I own a DVD compilation that contains 50 low-budget science fiction and horror movies spread out over five or six discs. These movies range from 1950s and early 1960s black and white thrillers to 70s and 80s productions with quality so bad that it can be next to impossible to pick out what is actually occurring in a given scene. Despite the uneven quality, after a friend gave me this collection of movies as a Christmas gift I was so excited that, over the years, I’ve actually watched the majority of them.
Each of the films neatly fits into the categories of B movie and/or camp. These terms, as most of us know, have far more to do with quality and tone than anything else. Just because my collection is comprised of sci-fi and horror, the genre of the movies is pretty much incidental (The Room is a great example of a B drama). Quality B movies are united only by being the kind of entertainment that is so bad it spirals back around on itself to become something like good again.
It’s probably the cynic in me, but these are some of my favourite works of art. Laughing at bad line readings, gaping plot holes and trite storylines is a whole lot of fun (especially with a friend) and, luckily enough, the pleasure of B entertainment extends past film and into videogames.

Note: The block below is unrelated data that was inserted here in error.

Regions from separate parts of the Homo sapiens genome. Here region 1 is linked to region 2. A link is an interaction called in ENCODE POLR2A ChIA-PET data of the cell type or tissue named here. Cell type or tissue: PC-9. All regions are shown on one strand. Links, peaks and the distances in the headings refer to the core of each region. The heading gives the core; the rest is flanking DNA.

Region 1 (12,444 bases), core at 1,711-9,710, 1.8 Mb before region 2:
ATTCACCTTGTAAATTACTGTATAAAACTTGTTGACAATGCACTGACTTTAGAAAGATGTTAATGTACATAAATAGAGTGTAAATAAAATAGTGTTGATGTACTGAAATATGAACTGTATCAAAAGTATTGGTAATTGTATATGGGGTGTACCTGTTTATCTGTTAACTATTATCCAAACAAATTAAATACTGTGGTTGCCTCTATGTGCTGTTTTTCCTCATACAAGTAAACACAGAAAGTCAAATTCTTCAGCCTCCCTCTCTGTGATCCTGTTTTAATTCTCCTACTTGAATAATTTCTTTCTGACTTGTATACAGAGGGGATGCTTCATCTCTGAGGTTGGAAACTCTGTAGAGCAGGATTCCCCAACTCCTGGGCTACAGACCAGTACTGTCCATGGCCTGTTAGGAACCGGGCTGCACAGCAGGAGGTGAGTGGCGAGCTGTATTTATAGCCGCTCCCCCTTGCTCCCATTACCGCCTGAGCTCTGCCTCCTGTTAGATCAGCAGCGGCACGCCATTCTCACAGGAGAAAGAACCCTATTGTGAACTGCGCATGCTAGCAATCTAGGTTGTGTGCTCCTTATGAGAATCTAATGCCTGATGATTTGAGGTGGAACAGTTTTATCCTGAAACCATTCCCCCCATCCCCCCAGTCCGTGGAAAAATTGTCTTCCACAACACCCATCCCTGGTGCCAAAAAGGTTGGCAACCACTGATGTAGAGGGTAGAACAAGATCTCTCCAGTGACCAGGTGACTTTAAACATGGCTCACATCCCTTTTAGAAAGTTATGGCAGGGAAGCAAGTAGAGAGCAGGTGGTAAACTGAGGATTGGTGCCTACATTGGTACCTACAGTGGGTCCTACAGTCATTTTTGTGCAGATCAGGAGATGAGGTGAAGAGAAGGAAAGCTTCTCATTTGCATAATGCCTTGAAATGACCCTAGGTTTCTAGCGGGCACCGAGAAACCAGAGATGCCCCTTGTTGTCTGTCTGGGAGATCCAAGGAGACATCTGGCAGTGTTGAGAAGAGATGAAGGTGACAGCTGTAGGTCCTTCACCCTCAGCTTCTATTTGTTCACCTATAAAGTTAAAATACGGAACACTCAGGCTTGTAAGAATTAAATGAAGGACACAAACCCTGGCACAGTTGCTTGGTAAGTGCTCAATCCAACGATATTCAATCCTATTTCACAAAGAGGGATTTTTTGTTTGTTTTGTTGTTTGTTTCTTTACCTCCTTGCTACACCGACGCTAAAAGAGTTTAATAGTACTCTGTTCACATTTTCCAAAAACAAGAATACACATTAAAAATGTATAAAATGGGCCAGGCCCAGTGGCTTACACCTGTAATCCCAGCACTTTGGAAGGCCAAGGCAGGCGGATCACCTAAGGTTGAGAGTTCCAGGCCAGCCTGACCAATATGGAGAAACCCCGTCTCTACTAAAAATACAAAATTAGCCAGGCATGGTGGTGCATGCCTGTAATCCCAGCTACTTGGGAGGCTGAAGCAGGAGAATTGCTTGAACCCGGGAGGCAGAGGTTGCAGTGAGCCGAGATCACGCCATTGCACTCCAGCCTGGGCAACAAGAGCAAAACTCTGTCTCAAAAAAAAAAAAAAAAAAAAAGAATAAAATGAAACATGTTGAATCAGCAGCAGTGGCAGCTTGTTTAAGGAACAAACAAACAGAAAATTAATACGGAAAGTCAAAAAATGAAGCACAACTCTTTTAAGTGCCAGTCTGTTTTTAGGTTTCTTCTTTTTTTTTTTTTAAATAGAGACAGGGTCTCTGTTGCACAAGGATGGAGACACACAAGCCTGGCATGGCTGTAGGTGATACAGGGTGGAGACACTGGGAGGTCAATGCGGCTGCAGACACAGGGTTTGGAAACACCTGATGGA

Just Plain Bad
First things first: not every bad game is worth playing. There’s a kind of metric that has to be applied to all kinds of B media, whether film or videogame, before something bad can be considered redeemable: it has to be technically proficient enough to be played/watched without the audience being constantly annoyed by a lack of function.
What this means is that, when watching a B movie it’s usually not the good kind of bad if, say, the entire film is poorly lit and it’s difficult to see any of what is going on in frame. A videogame that controls poorly, has progress-blocking glitches or is otherwise broken in some fundamental, technical sense falls into this category as well. Any entertainment that makes its viewer fight with it just to try to get something out of the experience is definitely not worth the time.